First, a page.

Scientists have concluded in their latest experiment that they can achieve rain by electrically charging the clouds and by changing the size of the drops.
According to Giles Harrison, lead researcher of the study and professor of atmospheric physics at the University of Reading, the electrical charge slows down the evaporation and causes the droplets to explode. This is because the electric force applied to the droplets overcomes the surface tension that holds the droplets together. Scientists have concluded in their latest experiment that they can achieve rain by electrically charging the clouds and by changing the size of the drops.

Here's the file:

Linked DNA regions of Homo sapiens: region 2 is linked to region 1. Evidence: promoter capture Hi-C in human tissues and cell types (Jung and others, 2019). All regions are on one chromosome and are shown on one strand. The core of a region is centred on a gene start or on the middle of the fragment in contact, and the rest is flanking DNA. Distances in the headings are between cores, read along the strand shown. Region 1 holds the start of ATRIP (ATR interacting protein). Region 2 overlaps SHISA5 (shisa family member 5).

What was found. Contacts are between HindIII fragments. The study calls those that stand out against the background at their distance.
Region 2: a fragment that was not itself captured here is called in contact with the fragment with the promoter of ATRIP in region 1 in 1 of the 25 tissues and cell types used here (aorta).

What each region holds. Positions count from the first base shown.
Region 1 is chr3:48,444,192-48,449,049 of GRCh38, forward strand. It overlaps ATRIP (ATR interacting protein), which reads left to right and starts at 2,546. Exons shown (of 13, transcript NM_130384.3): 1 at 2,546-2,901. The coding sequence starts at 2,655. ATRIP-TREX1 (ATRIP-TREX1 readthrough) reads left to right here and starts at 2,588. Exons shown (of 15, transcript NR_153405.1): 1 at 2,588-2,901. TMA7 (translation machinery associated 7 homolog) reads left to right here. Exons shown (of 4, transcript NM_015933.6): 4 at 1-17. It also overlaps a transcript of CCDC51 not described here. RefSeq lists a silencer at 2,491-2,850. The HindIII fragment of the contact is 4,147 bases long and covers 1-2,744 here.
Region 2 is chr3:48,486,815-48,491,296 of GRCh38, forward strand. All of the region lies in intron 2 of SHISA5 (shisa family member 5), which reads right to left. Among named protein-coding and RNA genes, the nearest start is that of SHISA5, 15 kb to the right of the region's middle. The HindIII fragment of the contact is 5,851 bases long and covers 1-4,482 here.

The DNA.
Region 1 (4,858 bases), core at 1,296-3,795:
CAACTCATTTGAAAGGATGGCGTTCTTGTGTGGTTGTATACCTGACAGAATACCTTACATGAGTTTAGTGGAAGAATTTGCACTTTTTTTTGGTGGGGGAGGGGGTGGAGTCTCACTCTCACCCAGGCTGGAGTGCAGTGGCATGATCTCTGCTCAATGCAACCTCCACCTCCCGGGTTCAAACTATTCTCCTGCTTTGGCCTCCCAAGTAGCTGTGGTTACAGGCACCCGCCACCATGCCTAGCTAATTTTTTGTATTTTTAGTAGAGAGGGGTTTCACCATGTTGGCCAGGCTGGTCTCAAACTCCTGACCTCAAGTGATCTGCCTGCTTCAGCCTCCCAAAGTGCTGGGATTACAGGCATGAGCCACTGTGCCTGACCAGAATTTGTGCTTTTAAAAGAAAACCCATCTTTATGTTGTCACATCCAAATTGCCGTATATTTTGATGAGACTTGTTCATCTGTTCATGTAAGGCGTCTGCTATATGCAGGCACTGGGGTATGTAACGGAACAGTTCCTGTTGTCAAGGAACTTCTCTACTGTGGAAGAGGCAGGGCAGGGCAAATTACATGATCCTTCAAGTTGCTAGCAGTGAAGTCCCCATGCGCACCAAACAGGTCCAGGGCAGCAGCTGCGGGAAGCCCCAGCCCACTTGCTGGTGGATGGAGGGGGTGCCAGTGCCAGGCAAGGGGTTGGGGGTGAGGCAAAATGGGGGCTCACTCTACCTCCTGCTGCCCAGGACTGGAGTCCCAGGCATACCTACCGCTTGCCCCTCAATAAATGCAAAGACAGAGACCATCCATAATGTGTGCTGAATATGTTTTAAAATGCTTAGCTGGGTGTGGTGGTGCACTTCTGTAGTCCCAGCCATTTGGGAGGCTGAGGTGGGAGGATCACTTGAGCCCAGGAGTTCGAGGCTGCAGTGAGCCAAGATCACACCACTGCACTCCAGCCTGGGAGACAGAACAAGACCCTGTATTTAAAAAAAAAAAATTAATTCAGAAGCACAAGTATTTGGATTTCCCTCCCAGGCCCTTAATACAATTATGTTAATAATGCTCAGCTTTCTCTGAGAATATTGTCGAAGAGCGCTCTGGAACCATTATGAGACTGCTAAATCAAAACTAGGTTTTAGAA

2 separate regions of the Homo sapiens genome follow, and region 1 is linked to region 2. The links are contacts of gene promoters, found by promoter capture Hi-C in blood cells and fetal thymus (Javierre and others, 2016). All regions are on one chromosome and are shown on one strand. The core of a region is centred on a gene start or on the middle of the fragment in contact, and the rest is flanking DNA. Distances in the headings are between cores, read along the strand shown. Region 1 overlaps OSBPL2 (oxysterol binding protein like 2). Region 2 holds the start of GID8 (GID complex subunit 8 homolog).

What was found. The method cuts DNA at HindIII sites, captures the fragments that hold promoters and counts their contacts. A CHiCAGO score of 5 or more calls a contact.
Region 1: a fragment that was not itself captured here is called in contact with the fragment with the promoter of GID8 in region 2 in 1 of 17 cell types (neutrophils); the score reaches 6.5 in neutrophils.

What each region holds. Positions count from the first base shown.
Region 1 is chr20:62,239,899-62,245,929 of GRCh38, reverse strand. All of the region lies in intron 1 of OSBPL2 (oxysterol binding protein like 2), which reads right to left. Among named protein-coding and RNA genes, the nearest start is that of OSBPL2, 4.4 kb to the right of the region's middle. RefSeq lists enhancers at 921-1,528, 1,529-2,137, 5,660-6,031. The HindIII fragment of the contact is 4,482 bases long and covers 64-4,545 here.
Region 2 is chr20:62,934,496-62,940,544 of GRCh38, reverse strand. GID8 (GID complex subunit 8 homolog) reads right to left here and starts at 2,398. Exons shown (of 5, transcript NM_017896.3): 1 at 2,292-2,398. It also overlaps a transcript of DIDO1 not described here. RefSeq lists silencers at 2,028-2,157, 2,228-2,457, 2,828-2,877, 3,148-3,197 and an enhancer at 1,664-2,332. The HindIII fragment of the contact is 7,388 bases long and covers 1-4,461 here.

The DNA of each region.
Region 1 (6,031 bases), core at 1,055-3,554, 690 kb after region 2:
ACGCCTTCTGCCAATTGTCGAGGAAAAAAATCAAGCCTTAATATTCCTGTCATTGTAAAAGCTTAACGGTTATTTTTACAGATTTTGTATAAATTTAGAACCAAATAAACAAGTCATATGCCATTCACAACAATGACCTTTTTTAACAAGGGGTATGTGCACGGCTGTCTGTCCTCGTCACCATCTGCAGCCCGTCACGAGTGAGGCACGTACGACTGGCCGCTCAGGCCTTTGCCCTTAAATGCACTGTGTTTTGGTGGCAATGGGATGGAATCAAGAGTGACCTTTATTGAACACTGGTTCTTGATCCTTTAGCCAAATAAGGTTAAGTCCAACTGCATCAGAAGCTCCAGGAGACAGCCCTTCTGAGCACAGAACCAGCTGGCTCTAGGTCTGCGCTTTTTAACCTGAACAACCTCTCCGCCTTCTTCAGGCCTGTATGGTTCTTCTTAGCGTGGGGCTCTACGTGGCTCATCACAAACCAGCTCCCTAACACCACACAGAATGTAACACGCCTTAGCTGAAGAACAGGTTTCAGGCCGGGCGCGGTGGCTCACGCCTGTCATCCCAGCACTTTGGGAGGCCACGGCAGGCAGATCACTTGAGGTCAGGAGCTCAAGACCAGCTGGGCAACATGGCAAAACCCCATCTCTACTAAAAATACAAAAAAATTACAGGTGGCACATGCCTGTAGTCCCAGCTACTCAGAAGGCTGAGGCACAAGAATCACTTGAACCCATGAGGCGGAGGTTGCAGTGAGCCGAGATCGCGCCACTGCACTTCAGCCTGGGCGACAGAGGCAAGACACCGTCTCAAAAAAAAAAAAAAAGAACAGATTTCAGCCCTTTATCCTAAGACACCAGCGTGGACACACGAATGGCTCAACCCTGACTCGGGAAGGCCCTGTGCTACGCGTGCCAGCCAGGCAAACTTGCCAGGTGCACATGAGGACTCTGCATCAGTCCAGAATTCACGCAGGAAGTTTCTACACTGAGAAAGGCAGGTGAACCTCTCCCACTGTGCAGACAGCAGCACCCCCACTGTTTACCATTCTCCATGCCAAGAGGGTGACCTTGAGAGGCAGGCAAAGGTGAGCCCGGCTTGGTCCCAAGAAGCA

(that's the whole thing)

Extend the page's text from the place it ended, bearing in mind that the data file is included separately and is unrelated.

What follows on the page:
Harrison and his team believe that the electric charge in the clouds causes the droplets to stick together, and the heavier they are, the more likely they are to collide. With the help of a drone, scientists injected positive and negative charge into the cloud and concluded that with the release of positive and negative charge, more water drops are created in the fog.
This test helps to see rain in dry areas such as North Africa and the Middle East and areas that are involved in drought.
They use silver iodide compound (AgI) to fertilize the clouds. This combination causes the growth of ice crystals and the formation of rain and does not have a destructive effect on living organisms and the environment.
Cloud fertilization was done for the first time in 1946. But this method leads to the formation of more natural rain.